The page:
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Hummingbird feeders are common in the USA but not in the Philippines. Neon Rosell is curious to find out whether an Olive-backed Sunbird will feed from a hummingbird feeder. Read the article to find the answer.

text and photos by Neon Tomas B. Rosell II

Taking the knowledge from hummingbird feeding bottles used by bird lovers from the Americas and putting these ideas to good use, I wanted to find out if a similar setup can be arranged to work with the native sunbird species we have here in the Philippines. In this particular case the Olive-backed Sunbird Cyniris jugularis was the subject bird species for this little experiment.

There is little known understanding about supplemental feeding of wildlife in the Philippines and this is probably one of the first tries for such. With more people becoming aware of environmental concerns like protection and biodiversity, less wildlife are being harmed resulting to increases in population of individual species.  This increase in population is not at pace with habitat regeneration resulting in diminished carrying capacity for a given area. If done on one of the primary consumers, supplemental feeding will have little impact on the environment as its population is easily controlled by the amount of food available. These small birds are prey to much larger secondary species (Shrike, Goshawk, etc.) which are migratory in nature . If the population of this small species is initially low and they are subsequently preyed upon, this population would be greatly diminished. Recovering from such devastation would be hard if initial numbers are quite low.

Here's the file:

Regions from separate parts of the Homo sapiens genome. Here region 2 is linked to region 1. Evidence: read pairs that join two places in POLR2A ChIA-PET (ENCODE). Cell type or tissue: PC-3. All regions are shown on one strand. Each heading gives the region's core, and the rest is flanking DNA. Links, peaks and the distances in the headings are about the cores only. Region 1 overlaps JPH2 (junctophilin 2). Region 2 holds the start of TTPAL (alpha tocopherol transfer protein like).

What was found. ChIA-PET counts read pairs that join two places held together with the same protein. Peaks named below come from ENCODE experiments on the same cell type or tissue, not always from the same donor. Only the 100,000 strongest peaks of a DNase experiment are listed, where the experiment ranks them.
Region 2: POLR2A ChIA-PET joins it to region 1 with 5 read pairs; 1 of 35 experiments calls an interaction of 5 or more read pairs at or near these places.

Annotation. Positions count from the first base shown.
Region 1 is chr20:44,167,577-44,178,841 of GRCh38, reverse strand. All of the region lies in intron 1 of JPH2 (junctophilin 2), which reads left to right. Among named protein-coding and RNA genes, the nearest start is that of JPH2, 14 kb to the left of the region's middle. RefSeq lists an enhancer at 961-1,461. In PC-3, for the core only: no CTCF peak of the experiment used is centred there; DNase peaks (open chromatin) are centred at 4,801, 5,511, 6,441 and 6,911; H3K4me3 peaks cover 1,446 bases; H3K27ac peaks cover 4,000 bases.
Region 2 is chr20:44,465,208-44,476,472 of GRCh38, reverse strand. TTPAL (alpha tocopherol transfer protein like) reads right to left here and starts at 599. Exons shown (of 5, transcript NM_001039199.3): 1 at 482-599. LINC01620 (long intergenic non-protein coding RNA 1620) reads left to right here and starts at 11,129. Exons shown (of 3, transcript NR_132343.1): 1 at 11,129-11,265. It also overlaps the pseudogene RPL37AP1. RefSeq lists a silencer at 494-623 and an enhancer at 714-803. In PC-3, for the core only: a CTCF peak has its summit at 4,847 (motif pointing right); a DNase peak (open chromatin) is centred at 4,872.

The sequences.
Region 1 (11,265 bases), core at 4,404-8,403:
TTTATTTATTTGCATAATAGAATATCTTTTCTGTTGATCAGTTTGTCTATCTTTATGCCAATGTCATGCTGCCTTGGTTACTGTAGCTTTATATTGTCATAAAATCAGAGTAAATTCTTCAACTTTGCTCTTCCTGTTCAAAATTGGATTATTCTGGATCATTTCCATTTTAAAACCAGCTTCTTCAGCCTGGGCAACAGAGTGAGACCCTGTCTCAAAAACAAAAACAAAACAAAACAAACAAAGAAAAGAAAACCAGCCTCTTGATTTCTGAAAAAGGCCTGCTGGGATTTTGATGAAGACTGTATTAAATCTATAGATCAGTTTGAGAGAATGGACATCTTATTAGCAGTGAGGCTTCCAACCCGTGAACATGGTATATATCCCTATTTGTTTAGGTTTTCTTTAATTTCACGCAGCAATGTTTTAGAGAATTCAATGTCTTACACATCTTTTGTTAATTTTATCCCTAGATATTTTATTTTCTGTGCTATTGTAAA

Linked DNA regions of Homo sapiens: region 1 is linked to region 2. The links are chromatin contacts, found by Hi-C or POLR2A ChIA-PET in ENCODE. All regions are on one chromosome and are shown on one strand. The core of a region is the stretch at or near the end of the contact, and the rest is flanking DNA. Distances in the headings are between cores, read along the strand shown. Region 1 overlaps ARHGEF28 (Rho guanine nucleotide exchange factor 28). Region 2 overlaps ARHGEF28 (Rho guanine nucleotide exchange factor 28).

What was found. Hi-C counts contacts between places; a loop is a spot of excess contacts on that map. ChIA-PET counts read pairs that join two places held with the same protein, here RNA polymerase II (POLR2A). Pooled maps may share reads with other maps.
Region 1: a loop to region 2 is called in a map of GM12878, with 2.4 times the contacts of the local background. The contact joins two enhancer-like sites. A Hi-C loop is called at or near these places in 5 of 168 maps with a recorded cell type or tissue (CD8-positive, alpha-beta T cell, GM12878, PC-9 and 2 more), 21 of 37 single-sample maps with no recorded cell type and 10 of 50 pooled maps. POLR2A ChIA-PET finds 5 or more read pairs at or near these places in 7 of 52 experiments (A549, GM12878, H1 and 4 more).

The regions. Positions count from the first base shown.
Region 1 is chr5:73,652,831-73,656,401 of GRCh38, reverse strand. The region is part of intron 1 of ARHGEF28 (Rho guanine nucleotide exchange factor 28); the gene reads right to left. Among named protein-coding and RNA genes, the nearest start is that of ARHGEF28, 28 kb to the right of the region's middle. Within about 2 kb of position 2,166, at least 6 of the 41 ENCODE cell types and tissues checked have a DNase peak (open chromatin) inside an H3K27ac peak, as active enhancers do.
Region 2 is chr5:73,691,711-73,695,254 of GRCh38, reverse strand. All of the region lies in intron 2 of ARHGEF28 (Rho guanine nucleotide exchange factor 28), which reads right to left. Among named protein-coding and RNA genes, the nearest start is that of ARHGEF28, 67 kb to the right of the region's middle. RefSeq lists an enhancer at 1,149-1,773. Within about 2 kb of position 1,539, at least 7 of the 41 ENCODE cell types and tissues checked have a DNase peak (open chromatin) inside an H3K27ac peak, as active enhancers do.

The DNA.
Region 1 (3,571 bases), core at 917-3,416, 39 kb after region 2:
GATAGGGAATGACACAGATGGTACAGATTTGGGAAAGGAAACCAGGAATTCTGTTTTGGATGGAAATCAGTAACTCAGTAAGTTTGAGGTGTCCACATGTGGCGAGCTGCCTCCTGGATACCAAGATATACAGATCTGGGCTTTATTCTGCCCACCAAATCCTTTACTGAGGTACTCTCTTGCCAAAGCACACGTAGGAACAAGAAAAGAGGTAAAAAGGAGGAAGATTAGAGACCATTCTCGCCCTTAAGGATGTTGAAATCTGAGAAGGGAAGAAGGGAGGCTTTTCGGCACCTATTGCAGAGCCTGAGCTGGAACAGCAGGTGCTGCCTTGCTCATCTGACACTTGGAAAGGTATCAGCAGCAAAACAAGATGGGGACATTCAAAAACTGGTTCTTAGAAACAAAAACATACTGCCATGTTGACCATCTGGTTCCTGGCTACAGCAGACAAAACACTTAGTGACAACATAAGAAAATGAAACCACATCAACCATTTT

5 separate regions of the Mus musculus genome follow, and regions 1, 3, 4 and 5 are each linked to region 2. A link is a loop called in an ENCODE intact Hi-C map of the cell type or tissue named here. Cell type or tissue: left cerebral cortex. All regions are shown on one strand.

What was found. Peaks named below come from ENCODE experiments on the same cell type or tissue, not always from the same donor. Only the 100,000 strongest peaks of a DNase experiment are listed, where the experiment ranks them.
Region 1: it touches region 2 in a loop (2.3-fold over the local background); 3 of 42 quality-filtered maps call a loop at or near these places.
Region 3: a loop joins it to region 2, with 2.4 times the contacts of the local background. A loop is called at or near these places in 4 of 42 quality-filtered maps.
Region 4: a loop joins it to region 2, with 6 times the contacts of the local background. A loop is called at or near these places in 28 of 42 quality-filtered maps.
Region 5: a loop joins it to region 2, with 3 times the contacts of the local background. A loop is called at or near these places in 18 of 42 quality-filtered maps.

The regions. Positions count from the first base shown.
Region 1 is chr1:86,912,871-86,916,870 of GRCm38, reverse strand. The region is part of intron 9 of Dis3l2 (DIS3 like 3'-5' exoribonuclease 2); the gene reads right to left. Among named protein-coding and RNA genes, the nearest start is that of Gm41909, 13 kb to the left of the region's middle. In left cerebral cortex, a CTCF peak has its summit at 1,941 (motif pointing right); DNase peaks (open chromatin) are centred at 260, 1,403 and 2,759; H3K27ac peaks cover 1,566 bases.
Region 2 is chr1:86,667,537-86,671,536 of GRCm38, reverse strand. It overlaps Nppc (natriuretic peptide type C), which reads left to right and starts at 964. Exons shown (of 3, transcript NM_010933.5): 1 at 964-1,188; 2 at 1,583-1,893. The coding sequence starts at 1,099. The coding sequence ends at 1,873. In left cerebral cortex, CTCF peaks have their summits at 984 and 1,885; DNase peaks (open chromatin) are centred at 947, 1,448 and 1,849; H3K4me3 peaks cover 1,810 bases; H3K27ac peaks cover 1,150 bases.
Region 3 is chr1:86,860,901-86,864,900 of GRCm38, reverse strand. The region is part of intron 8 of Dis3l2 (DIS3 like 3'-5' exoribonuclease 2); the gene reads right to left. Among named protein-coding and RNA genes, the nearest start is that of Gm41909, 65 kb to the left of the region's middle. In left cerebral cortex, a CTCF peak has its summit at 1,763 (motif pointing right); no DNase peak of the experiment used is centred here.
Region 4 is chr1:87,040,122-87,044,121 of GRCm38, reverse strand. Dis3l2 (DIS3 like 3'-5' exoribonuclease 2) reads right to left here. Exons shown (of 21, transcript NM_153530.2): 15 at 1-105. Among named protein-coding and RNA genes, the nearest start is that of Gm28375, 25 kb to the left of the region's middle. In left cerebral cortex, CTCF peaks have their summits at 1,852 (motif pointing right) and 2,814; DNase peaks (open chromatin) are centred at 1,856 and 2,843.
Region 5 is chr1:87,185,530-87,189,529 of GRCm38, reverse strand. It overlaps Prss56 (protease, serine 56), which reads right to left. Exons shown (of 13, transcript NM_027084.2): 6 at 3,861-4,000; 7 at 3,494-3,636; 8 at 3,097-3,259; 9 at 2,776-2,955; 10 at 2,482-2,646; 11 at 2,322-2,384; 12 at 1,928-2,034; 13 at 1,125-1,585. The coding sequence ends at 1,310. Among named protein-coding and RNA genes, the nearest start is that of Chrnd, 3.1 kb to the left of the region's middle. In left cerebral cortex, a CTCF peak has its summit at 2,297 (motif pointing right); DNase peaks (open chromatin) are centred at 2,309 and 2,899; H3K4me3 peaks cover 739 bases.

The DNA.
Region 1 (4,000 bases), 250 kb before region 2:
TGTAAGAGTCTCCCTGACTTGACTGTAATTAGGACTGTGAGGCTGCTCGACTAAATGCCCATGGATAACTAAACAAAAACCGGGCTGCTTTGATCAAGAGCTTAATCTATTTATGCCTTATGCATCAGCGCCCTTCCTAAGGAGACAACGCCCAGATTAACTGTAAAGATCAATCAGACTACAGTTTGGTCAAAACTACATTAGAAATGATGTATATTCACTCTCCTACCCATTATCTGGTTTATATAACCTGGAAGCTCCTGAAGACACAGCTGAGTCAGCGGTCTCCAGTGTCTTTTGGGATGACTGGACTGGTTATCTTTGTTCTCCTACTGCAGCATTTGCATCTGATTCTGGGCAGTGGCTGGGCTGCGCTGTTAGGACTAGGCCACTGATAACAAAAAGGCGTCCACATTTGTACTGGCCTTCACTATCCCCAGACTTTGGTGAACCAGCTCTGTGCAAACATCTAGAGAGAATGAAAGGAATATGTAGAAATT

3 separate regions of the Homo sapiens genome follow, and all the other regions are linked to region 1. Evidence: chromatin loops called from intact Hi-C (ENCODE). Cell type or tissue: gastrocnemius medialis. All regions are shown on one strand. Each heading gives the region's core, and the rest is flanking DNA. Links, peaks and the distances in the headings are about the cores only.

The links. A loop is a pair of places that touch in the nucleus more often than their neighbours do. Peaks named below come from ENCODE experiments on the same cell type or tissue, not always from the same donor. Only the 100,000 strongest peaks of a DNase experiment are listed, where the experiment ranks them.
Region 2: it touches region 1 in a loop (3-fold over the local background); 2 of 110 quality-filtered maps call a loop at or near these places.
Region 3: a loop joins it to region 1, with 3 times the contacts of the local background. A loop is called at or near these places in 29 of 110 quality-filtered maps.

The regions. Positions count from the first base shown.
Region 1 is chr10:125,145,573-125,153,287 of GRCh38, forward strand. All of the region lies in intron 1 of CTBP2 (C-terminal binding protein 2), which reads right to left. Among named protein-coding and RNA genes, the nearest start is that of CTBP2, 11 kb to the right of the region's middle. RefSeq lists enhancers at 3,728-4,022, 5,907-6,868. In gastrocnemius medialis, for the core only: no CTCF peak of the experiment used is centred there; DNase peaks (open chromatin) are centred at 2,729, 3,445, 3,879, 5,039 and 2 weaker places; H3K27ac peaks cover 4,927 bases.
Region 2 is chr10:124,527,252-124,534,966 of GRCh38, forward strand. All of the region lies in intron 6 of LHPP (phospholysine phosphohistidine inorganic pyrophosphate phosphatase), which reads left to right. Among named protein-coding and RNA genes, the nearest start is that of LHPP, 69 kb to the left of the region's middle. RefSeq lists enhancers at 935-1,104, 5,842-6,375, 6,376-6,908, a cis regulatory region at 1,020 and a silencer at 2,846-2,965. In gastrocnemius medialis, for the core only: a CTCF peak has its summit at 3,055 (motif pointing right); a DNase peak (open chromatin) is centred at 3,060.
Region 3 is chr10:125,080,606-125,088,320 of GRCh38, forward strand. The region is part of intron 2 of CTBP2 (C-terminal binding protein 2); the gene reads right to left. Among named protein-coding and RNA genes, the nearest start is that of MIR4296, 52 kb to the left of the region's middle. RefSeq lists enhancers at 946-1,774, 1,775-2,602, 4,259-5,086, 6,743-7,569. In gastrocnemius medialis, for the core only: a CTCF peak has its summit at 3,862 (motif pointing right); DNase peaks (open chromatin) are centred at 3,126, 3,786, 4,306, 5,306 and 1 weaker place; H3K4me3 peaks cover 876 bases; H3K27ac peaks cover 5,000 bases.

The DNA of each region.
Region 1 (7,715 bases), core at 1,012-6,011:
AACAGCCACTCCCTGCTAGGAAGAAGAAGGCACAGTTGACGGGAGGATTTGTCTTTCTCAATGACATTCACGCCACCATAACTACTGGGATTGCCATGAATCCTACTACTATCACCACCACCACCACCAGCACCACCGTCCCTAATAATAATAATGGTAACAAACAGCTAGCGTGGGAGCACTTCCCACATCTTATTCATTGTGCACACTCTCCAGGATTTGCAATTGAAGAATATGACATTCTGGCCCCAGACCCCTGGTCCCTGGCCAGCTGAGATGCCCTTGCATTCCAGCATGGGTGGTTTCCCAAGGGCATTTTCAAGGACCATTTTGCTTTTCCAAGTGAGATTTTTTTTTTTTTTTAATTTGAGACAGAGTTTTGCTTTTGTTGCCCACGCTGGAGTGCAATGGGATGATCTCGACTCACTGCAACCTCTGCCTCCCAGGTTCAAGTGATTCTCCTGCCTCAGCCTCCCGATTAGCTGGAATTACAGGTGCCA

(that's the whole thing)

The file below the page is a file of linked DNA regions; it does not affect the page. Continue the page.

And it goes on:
Wildlife will be more readily available for appreciation when it is visible and approachable. There is the fear that when wildlife gets too familiarized with the people, the wildlife will be harmed by the people. However, it is not as bad as what it seems. Peoples’ mind sets will also evolve as both humans and wildlife, in this case, sunbirds, interact. Further studies are really needed to get a better understanding of this kind of feeding and the actual impact in local settings.

Both hummingbirds and sunbirds take nectar from flowers as one of the main food in its diet. It seemed likely that the native sunbirds would take artificial nectar from hummingbird feeding bottles as well. To shorten the learning process and develop a local way or system to attract the sunbirds, a tried and tested feeding bottle and nectar formula used for humming birds in North America was procured. The feeding bottle with perches were used as the nature of sunbird feeding is different from the hummingbirds.  Humming birds hover while sunbirds, although they sometimes hover, typically perch when feeding.

Feeder with perch and four feeding holes

The bottle with the nectar formula in itself wouldn’t attract any sunbirds in your garden. Plants that naturally attract them should be present in the garden. In this occasion the birds were attracted to the “shrimp” plant’s nectar and were almost a daily visitor to the garden.  A homemade nectar formula could be easily made by dissolving white sugar in water by a 1:4 ratio and bringing it to boil to sterilize it.

Feeder setup just above the “shrimp” plant’s flowers

The feeder was hung up next to the flowers of the “shrimp” plant. In principle, the sunbird could have easily chosen to feed from the feeding bottle with its abundant and readily available nectar.  However, this was not the case. It was the ants that were first to know that an abundant food source was available.